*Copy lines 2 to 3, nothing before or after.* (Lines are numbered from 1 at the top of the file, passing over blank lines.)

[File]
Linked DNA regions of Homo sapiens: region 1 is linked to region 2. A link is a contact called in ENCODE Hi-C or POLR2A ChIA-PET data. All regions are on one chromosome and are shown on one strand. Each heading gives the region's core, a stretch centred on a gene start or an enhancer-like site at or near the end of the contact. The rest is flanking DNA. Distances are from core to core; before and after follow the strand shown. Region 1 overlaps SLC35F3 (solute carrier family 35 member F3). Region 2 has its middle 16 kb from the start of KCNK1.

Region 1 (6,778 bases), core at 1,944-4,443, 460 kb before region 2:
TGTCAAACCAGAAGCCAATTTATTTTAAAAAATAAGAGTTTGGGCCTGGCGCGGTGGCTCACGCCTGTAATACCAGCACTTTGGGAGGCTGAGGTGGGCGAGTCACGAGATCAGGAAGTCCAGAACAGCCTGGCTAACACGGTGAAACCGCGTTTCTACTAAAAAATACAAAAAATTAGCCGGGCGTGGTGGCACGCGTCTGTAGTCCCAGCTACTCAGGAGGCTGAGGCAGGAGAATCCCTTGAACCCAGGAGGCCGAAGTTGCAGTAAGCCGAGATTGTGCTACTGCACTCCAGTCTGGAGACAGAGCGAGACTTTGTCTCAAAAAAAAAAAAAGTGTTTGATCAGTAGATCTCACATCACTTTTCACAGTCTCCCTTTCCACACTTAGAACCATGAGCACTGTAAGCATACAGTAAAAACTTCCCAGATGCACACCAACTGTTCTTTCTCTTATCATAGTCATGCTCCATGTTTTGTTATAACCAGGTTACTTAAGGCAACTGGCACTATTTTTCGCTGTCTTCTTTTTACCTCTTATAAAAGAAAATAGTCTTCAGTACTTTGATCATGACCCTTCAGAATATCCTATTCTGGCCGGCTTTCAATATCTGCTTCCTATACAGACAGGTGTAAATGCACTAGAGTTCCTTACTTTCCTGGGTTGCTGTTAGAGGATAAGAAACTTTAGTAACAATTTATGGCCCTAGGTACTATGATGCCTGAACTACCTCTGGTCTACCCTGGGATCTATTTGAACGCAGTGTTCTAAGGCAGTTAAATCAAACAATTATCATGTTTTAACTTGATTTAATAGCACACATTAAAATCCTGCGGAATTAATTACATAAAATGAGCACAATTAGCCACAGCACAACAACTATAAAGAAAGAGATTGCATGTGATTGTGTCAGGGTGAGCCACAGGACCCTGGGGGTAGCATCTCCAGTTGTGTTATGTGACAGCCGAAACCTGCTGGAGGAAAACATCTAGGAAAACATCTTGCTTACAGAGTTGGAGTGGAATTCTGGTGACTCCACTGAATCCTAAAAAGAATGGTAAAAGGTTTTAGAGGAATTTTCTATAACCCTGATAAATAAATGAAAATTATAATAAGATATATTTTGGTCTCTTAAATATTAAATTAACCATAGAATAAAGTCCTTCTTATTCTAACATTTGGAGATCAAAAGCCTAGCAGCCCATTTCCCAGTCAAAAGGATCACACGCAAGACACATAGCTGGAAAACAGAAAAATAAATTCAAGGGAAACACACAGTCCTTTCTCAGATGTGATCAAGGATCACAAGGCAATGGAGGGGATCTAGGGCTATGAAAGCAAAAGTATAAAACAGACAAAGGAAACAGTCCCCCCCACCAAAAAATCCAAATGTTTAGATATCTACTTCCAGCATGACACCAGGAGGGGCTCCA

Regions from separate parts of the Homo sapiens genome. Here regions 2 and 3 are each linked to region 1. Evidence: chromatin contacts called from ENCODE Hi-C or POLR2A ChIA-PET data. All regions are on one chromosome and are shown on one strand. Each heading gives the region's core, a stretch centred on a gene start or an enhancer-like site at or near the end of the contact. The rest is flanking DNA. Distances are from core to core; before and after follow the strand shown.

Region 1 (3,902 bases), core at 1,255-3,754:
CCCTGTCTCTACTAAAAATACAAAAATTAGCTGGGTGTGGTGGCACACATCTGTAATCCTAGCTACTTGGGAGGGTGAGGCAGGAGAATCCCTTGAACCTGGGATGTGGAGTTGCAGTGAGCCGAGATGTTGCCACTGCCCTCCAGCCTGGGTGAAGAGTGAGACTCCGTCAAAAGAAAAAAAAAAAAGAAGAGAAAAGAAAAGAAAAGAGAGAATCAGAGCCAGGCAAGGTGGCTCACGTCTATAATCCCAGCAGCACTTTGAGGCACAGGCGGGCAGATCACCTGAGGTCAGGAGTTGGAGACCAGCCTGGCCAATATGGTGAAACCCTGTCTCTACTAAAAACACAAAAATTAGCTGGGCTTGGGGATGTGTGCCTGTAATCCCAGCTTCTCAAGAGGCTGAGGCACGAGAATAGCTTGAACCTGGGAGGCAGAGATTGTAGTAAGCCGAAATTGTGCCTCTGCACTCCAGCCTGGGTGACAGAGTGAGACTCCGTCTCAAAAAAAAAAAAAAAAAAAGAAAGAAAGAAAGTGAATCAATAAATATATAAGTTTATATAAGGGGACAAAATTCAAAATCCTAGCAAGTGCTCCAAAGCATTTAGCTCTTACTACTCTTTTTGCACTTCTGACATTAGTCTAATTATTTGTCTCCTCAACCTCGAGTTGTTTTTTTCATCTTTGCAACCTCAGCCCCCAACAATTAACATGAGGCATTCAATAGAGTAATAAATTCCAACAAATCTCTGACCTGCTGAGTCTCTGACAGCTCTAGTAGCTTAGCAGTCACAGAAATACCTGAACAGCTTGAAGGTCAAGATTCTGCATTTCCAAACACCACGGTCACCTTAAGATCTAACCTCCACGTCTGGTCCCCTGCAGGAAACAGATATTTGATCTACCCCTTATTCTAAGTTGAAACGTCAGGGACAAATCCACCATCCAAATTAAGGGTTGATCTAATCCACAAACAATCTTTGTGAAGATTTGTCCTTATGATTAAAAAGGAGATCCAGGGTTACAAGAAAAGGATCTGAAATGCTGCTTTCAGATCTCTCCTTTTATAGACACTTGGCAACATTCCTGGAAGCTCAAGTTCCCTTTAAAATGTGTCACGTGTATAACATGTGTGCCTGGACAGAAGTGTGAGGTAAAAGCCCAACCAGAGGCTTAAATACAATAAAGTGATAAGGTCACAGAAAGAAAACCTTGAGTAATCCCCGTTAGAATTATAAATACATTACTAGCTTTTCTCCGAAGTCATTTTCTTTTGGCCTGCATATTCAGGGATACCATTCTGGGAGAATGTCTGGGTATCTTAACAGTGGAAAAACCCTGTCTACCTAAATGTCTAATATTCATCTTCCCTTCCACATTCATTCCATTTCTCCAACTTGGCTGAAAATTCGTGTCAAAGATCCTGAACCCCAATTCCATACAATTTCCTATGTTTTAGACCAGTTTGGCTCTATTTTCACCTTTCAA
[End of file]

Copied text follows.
Region 1 (6,778 bases), core at 1,944-4,443, 460 kb before region 2:
TGTCAAACCAGAAGCCAATTTATTTTAAAAAATAAGAGTTTGGGCCTGGCGCGGTGGCTCACGCCTGTAATACCAGCACTTTGGGAGGCTGAGGTGGGCGAGTCACGAGATCAGGAAGTCCAGAACAGCCTGGCTAACACGGTGAAACCGCGTTTCTACTAAAAAATACAAAAAATTAGCCGGGCGTGGTGGCACGCGTCTGTAGTCCCAGCTACTCAGGAGGCTGAGGCAGGAGAATCCCTTGAACCCAGGAGGCCGAAGTTGCAGTAAGCCGAGATTGTGCTACTGCACTCCAGTCTGGAGACAGAGCGAGACTTTGTCTCAAAAAAAAAAAAAGTGTTTGATCAGTAGATCTCACATCACTTTTCACAGTCTCCCTTTCCACACTTAGAACCATGAGCACTGTAAGCATACAGTAAAAACTTCCCAGATGCACACCAACTGTTCTTTCTCTTATCATAGTCATGCTCCATGTTTTGTTATAACCAGGTTACTTAAGGCAACTGGCACTATTTTTCGCTGTCTTCTTTTTACCTCTTATAAAAGAAAATAGTCTTCAGTACTTTGATCATGACCCTTCAGAATATCCTATTCTGGCCGGCTTTCAATATCTGCTTCCTATACAGACAGGTGTAAATGCACTAGAGTTCCTTACTTTCCTGGGTTGCTGTTAGAGGATAAGAAACTTTAGTAACAATTTATGGCCCTAGGTACTATGATGCCTGAACTACCTCTGGTCTACCCTGGGATCTATTTGAACGCAGTGTTCTAAGGCAGTTAAATCAAACAATTATCATGTTTTAACTTGATTTAATAGCACACATTAAAATCCTGCGGAATTAATTACATAAAATGAGCACAATTAGCCACAGCACAACAACTATAAAGAAAGAGATTGCATGTGATTGTGTCAGGGTGAGCCACAGGACCCTGGGGGTAGCATCTCCAGTTGTGTTATGTGACAGCCGAAACCTGCTGGAGGAAAACATCTAGGAAAACATCTTGCTTACAGAGTTGGAGTGGAATTCTGGTGACTCCACTGAATCCTAAAAAGAATGGTAAAAGGTTTTAGAGGAATTTTCTATAACCCTGATAAATAAATGAAAATTATAATAAGATATATTTTGGTCTCTTAAATATTAAATTAACCATAGAATAAAGTCCTTCTTATTCTAACATTTGGAGATCAAAAGCCTAGCAGCCCATTTCCCAGTCAAAAGGATCACACGCAAGACACATAGCTGGAAAACAGAAAAATAAATTCAAGGGAAACACACAGTCCTTTCTCAGATGTGATCAAGGATCACAAGGCAATGGAGGGGATCTAGGGCTATGAAAGCAAAAGTATAAAACAGACAAAGGAAACAGTCCCCCCCACCAAAAAATCCAAATGTTTAGATATCTACTTCCAGCATGACACCAGGAGGGGCTCCA